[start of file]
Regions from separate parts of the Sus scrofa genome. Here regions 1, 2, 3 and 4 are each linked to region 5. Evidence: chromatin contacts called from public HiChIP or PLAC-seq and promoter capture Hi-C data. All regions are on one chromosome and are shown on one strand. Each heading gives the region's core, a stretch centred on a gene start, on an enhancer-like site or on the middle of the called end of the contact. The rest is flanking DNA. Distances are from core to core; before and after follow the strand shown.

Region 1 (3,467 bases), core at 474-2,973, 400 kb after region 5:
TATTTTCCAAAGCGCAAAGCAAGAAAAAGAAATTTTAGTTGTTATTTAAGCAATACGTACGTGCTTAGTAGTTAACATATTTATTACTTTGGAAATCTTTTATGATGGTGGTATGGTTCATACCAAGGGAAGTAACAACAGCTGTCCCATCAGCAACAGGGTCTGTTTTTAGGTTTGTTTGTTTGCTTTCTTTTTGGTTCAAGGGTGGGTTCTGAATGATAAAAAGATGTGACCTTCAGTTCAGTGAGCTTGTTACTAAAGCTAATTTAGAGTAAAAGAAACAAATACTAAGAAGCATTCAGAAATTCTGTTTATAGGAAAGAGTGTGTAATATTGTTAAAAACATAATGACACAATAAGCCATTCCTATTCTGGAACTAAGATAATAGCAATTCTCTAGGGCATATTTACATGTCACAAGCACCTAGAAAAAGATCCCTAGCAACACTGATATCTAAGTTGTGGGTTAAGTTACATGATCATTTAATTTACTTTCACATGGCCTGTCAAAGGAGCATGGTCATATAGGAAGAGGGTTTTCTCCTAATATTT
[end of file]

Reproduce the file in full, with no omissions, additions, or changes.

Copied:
Regions from separate parts of the Sus scrofa genome. Here regions 1, 2, 3 and 4 are each linked to region 5. Evidence: chromatin contacts called from public HiChIP or PLAC-seq and promoter capture Hi-C data. All regions are on one chromosome and are shown on one strand. Each heading gives the region's core, a stretch centred on a gene start, on an enhancer-like site or on the middle of the called end of the contact. The rest is flanking DNA. Distances are from core to core; before and after follow the strand shown.

Region 1 (3,467 bases), core at 474-2,973, 400 kb after region 5:
TATTTTCCAAAGCGCAAAGCAAGAAAAAGAAATTTTAGTTGTTATTTAAGCAATACGTACGTGCTTAGTAGTTAACATATTTATTACTTTGGAAATCTTTTATGATGGTGGTATGGTTCATACCAAGGGAAGTAACAACAGCTGTCCCATCAGCAACAGGGTCTGTTTTTAGGTTTGTTTGTTTGCTTTCTTTTTGGTTCAAGGGTGGGTTCTGAATGATAAAAAGATGTGACCTTCAGTTCAGTGAGCTTGTTACTAAAGCTAATTTAGAGTAAAAGAAACAAATACTAAGAAGCATTCAGAAATTCTGTTTATAGGAAAGAGTGTGTAATATTGTTAAAAACATAATGACACAATAAGCCATTCCTATTCTGGAACTAAGATAATAGCAATTCTCTAGGGCATATTTACATGTCACAAGCACCTAGAAAAAGATCCCTAGCAACACTGATATCTAAGTTGTGGGTTAAGTTACATGATCATTTAATTTACTTTCACATGGCCTGTCAAAGGAGCATGGTCATATAGGAAGAGGGTTTTCTCCTAATATTT